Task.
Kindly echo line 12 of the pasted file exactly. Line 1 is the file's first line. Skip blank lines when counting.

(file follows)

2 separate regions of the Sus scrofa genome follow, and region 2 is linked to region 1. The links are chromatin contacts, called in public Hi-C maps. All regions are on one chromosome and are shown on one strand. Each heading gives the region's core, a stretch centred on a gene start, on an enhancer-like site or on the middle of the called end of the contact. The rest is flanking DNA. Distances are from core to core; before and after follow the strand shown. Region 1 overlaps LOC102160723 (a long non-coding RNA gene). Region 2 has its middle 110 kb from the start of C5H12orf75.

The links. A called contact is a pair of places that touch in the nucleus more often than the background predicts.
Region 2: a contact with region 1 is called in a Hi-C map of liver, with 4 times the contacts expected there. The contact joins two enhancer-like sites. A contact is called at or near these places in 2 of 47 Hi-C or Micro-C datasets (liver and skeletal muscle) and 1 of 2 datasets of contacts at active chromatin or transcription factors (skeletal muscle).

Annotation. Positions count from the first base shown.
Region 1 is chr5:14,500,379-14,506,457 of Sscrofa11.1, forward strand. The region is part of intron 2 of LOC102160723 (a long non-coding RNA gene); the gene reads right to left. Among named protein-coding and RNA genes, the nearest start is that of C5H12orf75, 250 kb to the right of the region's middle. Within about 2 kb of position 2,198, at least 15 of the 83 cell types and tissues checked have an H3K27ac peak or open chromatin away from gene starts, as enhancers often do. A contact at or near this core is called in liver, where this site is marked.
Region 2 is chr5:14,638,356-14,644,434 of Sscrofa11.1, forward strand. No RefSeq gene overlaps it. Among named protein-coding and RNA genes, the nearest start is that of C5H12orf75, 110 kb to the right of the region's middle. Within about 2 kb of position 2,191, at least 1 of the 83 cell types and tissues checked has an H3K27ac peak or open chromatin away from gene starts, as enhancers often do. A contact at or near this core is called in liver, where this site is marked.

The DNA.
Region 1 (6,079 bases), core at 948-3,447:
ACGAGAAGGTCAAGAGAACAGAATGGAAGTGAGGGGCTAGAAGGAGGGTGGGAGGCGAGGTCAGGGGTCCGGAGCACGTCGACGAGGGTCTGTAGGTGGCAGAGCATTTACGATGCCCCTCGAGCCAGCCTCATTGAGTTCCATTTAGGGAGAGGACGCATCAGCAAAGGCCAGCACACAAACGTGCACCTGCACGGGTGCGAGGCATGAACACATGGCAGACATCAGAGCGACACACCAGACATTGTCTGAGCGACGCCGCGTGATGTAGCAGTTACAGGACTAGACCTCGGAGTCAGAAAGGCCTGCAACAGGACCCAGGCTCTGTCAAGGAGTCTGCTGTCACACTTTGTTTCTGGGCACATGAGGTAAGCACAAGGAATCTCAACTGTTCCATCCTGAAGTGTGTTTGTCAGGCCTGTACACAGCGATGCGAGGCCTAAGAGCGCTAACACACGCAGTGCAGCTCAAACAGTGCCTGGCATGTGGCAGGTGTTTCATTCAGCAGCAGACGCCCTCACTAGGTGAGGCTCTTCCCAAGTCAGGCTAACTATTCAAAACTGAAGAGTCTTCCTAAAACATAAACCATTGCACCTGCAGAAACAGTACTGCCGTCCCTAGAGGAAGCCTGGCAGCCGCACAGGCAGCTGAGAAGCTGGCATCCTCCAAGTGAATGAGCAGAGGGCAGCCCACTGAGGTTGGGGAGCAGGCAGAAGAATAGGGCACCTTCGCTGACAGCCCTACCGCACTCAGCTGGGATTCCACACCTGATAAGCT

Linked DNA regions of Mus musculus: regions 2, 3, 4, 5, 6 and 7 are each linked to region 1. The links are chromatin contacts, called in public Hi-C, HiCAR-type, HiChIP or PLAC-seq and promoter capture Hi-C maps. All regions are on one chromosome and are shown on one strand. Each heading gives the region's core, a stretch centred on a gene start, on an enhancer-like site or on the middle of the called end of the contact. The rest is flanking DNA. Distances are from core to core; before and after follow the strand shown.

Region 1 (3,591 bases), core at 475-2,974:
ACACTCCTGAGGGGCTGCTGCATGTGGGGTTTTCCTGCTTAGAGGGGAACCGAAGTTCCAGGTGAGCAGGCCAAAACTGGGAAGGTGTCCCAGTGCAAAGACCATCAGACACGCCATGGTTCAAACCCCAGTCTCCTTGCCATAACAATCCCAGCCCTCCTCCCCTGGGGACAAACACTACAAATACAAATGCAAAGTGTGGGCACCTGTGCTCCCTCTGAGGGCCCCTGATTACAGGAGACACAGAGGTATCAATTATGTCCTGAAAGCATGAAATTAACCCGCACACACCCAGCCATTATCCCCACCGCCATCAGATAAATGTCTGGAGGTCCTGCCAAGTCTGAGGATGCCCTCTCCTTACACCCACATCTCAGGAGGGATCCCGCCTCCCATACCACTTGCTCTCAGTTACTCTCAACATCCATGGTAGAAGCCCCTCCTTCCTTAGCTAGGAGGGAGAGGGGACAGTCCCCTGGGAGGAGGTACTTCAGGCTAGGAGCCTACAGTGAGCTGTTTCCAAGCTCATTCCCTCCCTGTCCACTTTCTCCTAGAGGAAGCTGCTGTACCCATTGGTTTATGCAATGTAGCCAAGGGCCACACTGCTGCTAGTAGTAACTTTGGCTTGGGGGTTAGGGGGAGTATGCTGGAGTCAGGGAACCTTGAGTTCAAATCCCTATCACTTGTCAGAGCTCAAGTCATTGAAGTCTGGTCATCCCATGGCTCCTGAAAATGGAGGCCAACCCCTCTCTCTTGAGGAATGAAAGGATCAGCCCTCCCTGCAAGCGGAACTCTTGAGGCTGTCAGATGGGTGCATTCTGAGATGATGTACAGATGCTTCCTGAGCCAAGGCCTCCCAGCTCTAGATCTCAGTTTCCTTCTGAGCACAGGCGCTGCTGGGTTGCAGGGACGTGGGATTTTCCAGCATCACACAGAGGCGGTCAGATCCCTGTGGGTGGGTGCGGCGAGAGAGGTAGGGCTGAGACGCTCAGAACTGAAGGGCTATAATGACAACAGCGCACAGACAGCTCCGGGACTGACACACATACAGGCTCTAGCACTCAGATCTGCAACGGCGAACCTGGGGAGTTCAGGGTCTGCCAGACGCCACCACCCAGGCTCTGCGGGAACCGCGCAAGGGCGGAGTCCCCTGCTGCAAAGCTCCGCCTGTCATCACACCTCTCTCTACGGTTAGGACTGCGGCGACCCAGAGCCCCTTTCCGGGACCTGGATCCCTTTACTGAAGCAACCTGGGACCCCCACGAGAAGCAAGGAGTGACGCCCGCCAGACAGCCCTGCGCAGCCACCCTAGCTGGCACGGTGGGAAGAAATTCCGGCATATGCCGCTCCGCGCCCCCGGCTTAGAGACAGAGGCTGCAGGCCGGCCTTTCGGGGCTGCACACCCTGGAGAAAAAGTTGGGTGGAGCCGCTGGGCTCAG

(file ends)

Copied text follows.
ACACTCCTGAGGGGCTGCTGCATGTGGGGTTTTCCTGCTTAGAGGGGAACCGAAGTTCCAGGTGAGCAGGCCAAAACTGGGAAGGTGTCCCAGTGCAAAGACCATCAGACACGCCATGGTTCAAACCCCAGTCTCCTTGCCATAACAATCCCAGCCCTCCTCCCCTGGGGACAAACACTACAAATACAAATGCAAAGTGTGGGCACCTGTGCTCCCTCTGAGGGCCCCTGATTACAGGAGACACAGAGGTATCAATTATGTCCTGAAAGCATGAAATTAACCCGCACACACCCAGCCATTATCCCCACCGCCATCAGATAAATGTCTGGAGGTCCTGCCAAGTCTGAGGATGCCCTCTCCTTACACCCACATCTCAGGAGGGATCCCGCCTCCCATACCACTTGCTCTCAGTTACTCTCAACATCCATGGTAGAAGCCCCTCCTTCCTTAGCTAGGAGGGAGAGGGGACAGTCCCCTGGGAGGAGGTACTTCAGGCTAGGAGCCTACAGTGAGCTGTTTCCAAGCTCATTCCCTCCCTGTCCACTTTCTCCTAGAGGAAGCTGCTGTACCCATTGGTTTATGCAATGTAGCCAAGGGCCACACTGCTGCTAGTAGTAACTTTGGCTTGGGGGTTAGGGGGAGTATGCTGGAGTCAGGGAACCTTGAGTTCAAATCCCTATCACTTGTCAGAGCTCAAGTCATTGAAGTCTGGTCATCCCATGGCTCCTGAAAATGGAGGCCAACCCCTCTCTCTTGAGGAATGAAAGGATCAGCCCTCCCTGCAAGCGGAACTCTTGAGGCTGTCAGATGGGTGCATTCTGAGATGATGTACAGATGCTTCCTGAGCCAAGGCCTCCCAGCTCTAGATCTCAGTTTCCTTCTGAGCACAGGCGCTGCTGGGTTGCAGGGACGTGGGATTTTCCAGCATCACACAGAGGCGGTCAGATCCCTGTGGGTGGGTGCGGCGAGAGAGGTAGGGCTGAGACGCTCAGAACTGAAGGGCTATAATGACAACAGCGCACAGACAGCTCCGGGACTGACACACATACAGGCTCTAGCACTCAGATCTGCAACGGCGAACCTGGGGAGTTCAGGGTCTGCCAGACGCCACCACCCAGGCTCTGCGGGAACCGCGCAAGGGCGGAGTCCCCTGCTGCAAAGCTCCGCCTGTCATCACACCTCTCTCTACGGTTAGGACTGCGGCGACCCAGAGCCCCTTTCCGGGACCTGGATCCCTTTACTGAAGCAACCTGGGACCCCCACGAGAAGCAAGGAGTGACGCCCGCCAGACAGCCCTGCGCAGCCACCCTAGCTGGCACGGTGGGAAGAAATTCCGGCATATGCCGCTCCGCGCCCCCGGCTTAGAGACAGAGGCTGCAGGCCGGCCTTTCGGGGCTGCACACCCTGGAGAAAAAGTTGGGTGGAGCCGCTGGGCTCAG